However, lack of blood supply can result from either insufficient antegrade blood flow or complete retrograde flow in the artery distal to the fistula.17 The first uncompensated scenario occurs when decreased or absent antegrade flow in the donor artery distal to the fistula is not compensated by a diseased ulnar artery and/or incompetent palmar arch (Fig. 28.5B). A second scenario takes place when fistula’s resistance is so low that not only the whole blood flow from the donor artery is diverted into the outflow vein but also the flow from the ulnar artery, which is directed into the fistula through the palmar arch and distal donor artery in a retrograde fashion (Fig. 28.5C). The last scenario occurs when a proximal stenosis in the donor artery is present, preventing adequate distal flow to the extremity, which is more common in upper arm fistulas (Figs. 28.5D and 28.6A).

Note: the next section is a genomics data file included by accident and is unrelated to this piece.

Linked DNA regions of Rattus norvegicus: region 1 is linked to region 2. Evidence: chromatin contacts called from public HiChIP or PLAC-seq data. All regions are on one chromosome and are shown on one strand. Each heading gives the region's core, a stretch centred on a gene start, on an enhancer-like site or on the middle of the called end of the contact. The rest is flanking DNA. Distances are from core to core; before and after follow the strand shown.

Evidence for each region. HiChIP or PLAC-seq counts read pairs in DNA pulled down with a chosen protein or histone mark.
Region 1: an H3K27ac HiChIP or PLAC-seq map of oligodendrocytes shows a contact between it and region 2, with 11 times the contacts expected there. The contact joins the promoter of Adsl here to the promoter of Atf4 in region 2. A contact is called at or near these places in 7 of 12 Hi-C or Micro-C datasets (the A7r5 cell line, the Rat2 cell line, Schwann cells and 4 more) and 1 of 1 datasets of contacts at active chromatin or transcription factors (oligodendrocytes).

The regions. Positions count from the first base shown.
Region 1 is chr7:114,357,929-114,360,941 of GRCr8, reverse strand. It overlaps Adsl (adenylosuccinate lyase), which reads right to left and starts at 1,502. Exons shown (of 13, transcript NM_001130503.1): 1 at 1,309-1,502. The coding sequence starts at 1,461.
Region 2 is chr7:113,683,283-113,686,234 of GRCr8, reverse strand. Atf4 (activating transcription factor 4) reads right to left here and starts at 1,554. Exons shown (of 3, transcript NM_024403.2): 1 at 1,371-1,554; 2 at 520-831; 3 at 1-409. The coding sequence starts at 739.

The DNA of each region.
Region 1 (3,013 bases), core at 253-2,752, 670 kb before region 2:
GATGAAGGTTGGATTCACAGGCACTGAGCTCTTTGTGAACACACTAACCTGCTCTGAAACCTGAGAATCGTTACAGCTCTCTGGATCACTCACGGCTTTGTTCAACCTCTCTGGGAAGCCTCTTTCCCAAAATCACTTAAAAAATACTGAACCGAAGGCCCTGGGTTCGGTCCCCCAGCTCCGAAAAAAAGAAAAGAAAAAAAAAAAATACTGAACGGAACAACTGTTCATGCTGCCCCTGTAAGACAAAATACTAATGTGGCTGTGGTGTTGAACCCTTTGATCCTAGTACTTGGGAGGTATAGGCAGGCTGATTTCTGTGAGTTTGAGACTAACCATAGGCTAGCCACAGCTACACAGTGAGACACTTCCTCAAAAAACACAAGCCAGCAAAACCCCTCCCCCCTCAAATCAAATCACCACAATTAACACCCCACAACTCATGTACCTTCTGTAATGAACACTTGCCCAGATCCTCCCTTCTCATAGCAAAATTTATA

Depending on the underlying cause, different treatment strategies should be applied, and arteriography plays an important role in understanding flow dynamics in each particular patient. For example, proximal stenosis in the donor artery can be managed with balloon angioplasty alone (Fig. 28.6). When distal retrograde flow (as shown in Fig. 28.5C) is the underlying problem, surgical or endovascular approaches can be performed.